And that was the last thing about this book that I appreciated.  It really takes you inside the mind of someone as he veers from a path of non-violence to one of extreme action.  It's difficult to see this happen, especially with a character you liked.  But it's important, too, to understand that people are motivated to actions by many different things.  It's not always a belief in extremism.  A lot of times, people feel trapped or forced into an action.  Or they feel they have no one to talk to, they have no real future.  That's not to justify committing an act of violence, but more to show that circumstances can inform our life decisions more than we are often willing to admit.

But, as I said earlier, this is a tough book to read.  It's supposed to be a tough book.  Make sure you have a chaser for it. 


  1. I really really *really* appreciated the focus on smaller bombs that don't affect the West. As often as I read about bombings like that in the news, I almost never encounter them in fiction. So that was great. I got really fed up with this book, though, for depicting frustrated sexual desire as a major motive for a bomber? I just -- I'm so tired of that story. When I got to the point that whats-his-face thinks about a girl as he's detonating the bomb, I was so exhausted of that same old tedious fucking story that I almost cried. So complicated feelings on this one, I guess?

    1. Totally valid. I mean, many people are spurned by their love interests and don't become terrorists. That said, I felt in this situation, he had his thwarted love more as a simple stand-in for a lot more - basically, he felt stuck in life and she called him on it, and it was difficult for him to deal with.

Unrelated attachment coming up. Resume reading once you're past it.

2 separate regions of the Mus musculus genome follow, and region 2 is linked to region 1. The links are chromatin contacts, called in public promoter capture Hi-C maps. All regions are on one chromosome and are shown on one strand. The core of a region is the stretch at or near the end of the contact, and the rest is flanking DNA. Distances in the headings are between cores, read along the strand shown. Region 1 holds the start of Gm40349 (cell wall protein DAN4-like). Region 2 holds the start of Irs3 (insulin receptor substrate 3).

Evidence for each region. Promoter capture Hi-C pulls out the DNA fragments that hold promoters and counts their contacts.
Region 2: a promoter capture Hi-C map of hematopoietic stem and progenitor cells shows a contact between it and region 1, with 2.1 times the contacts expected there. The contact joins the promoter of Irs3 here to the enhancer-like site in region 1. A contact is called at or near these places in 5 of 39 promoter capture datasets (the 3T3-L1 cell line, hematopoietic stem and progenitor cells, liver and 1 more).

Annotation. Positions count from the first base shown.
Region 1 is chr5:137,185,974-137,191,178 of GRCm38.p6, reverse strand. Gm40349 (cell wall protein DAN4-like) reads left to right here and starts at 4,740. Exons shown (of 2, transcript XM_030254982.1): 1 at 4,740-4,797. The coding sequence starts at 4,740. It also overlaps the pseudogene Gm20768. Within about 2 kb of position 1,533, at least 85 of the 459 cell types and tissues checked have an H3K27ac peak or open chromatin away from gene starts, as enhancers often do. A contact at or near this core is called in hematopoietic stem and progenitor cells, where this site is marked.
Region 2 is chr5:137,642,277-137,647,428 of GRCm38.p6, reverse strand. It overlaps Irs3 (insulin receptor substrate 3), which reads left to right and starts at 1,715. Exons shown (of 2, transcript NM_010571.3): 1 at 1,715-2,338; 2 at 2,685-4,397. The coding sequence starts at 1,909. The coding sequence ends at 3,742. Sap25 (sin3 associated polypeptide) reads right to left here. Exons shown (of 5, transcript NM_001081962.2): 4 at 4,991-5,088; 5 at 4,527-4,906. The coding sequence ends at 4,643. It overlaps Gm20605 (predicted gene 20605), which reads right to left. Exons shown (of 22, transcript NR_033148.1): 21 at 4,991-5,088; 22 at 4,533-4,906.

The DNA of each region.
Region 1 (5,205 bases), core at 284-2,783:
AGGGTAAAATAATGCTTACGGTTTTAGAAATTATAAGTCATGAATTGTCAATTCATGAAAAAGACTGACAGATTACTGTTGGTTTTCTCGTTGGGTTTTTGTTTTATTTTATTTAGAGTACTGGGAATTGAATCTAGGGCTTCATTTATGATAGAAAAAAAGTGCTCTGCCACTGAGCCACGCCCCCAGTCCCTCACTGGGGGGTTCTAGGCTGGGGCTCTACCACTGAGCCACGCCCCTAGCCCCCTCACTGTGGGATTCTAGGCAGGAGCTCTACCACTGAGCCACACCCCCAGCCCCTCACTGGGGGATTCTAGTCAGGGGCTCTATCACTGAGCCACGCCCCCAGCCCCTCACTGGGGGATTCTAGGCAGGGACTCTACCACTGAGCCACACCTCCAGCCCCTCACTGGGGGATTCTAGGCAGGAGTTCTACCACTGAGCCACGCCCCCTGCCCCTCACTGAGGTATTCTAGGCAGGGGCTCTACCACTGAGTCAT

2. Wow. I have to admit that I'd seen this book around, but hadn't really given it much thought. Now, after reading your post, I think that I definitely need to pick it up. I love that it doesn't focus on the West and brings attention to the fact that when these tragedies occur they really affect people. Bombs going off is not the norm and people don't look at it that way. I'm definitely interested in this one. Great post!!

  3. This sounds like such a worthwhile experience, even though it must have made for difficult reading. It's very helpful, I think, to consider the variety of events which fall under (and do not fall under) what is defined as 'terrorism', particularly given the perspective of the sitting pres. If we don't understand the potential and possibilitites, how can we even begin to weigh whether news we hear is "fake" or "real" and suss out bias, how can we be equipped to debate that a white man targeting and murdering Muslims in a mosque is still an act of terrorism, when governments define it otherwise?
    That having been said, I do feel that my reading list is growing ever-more-sombre, and I will need to pace all the depressing stories I'm being drawn to these days. You too?